PS6K Amplification Characterizes a Small Subset of Anaplastic Meningiomas


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Abstract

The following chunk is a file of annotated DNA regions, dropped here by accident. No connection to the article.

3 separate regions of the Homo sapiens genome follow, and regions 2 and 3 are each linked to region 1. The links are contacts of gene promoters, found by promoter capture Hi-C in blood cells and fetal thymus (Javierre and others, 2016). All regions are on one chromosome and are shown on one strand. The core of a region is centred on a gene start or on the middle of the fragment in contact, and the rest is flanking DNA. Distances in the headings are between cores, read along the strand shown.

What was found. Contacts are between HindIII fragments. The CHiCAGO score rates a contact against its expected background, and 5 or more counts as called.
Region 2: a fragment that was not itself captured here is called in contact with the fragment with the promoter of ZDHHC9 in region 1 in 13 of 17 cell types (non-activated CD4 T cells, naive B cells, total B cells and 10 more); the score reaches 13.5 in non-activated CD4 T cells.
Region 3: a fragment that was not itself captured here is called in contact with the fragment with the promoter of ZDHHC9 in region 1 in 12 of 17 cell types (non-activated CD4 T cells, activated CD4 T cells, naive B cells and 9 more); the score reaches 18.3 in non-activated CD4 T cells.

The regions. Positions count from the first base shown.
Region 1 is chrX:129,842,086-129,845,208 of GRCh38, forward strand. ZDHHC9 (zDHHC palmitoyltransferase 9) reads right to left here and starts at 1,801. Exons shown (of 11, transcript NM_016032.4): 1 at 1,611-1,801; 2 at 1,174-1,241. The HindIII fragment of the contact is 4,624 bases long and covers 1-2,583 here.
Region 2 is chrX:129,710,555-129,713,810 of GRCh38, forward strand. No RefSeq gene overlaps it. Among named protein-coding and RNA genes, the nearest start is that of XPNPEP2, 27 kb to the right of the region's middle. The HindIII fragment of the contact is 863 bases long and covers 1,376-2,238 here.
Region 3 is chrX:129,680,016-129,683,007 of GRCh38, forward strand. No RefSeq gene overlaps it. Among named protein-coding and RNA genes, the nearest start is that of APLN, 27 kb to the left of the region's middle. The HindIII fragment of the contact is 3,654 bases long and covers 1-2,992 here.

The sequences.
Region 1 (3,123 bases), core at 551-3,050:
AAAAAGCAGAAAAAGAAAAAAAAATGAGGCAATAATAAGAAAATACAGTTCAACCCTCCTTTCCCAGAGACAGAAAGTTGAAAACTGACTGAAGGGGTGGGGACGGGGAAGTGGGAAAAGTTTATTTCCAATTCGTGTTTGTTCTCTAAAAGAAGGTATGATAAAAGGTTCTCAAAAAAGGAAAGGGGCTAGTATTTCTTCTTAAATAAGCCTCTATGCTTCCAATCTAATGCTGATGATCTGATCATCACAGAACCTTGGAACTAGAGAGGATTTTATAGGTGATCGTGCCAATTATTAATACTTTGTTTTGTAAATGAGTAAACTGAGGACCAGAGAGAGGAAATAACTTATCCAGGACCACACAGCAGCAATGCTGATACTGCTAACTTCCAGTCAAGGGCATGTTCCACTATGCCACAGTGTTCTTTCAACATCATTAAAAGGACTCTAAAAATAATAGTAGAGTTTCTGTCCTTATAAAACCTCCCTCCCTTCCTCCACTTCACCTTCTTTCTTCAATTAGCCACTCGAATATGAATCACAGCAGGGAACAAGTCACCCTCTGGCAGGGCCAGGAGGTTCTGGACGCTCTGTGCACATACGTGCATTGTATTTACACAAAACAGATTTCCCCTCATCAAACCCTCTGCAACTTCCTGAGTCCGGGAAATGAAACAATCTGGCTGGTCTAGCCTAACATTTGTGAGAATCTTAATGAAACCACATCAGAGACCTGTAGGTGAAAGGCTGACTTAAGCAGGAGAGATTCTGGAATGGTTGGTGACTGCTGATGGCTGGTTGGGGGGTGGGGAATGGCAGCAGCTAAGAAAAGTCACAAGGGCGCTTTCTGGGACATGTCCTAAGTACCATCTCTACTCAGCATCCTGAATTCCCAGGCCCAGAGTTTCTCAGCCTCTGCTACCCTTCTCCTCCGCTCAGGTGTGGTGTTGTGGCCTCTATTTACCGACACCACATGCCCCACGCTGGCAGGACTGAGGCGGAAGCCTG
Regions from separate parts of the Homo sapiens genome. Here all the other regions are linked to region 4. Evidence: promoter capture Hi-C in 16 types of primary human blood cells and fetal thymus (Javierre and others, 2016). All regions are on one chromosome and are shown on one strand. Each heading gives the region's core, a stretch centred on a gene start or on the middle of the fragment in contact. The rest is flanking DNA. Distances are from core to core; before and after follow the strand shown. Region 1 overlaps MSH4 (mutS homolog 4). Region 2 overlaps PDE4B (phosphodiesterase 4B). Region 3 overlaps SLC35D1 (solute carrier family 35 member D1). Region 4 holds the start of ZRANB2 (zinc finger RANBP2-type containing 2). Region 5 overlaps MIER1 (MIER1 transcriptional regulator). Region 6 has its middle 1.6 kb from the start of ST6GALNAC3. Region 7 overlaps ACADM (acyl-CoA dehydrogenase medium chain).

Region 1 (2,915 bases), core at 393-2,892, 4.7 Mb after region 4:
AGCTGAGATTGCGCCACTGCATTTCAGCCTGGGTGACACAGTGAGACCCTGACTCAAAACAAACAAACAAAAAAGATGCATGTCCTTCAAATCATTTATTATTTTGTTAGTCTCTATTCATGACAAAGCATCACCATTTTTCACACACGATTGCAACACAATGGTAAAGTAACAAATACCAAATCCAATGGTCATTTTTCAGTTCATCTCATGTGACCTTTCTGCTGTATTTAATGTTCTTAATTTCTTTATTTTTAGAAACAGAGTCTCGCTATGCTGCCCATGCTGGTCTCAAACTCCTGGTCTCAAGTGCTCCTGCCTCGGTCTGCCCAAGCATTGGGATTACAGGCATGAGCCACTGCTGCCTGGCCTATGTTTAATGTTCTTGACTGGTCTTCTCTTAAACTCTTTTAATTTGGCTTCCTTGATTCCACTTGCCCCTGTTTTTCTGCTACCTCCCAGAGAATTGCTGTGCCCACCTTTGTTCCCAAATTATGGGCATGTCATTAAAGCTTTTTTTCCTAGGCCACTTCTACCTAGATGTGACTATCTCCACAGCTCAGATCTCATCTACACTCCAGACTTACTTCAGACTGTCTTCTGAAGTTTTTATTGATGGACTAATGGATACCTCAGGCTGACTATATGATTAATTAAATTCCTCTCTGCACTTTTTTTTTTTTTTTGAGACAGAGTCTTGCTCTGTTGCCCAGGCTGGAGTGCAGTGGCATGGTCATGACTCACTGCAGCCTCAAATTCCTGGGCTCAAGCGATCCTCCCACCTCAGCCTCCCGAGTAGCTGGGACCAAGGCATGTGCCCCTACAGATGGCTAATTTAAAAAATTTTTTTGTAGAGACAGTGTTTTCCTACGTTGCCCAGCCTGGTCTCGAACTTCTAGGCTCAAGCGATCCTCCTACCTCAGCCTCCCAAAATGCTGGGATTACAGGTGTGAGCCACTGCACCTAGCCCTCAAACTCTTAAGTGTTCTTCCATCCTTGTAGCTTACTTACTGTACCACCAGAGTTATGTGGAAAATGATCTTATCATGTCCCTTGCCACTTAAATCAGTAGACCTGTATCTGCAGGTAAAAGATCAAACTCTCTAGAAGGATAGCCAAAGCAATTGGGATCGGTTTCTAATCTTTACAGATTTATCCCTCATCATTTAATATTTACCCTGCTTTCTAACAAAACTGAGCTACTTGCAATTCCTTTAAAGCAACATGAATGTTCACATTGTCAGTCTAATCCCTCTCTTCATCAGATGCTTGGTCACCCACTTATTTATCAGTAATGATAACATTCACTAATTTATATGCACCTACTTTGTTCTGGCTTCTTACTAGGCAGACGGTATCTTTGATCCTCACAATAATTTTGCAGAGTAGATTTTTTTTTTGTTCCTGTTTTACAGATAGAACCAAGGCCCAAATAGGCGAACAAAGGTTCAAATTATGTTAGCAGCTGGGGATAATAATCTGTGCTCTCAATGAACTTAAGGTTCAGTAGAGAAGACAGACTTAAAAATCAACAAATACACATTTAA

PS6K, a putative oncogene mapped to chromosome 17q23, encodes a serine/threonine kinase, which phosphorylates ribosomal subunit 6 and is part of the insulin receptor signal transduction pathway involved in the regulation of messenger RNA translation, protein synthesis, cell cycle progression, and cell size. Comparative genomic hybridization studies have detected 17q23 amplifications in a subset of meningiomas, particularly those with aggressive histologic features. PS6K amplifications have been reported in breast cancer, another hormonally driven neoplasm. We assessed PS6K dosage in 94 archival paraffin-embedded meningiomas using dual-color fluorescence in situ hybridization. We found high-level PS6K amplifications in 3 of 22 anaplastic grade III meningiomas. Amplification was confirmed by differential polymerase chain reaction in 1 of these cases. In contrast, no amplifications were identified in 37 benign (grade I) and 35 atypical (grade II) meningiomas. To our knowledge, this represents the first report of gene amplification in primary human meningiomas. Given its exclusive association with anaplastic meningiomas, PS6K amplification likely occurs during the malignant progression of a small subset of anaplastic tumors. Further studies are needed to map the 17q23 amplicon to determine whether additional genes in this region are amplified in high-grade meningiomas.

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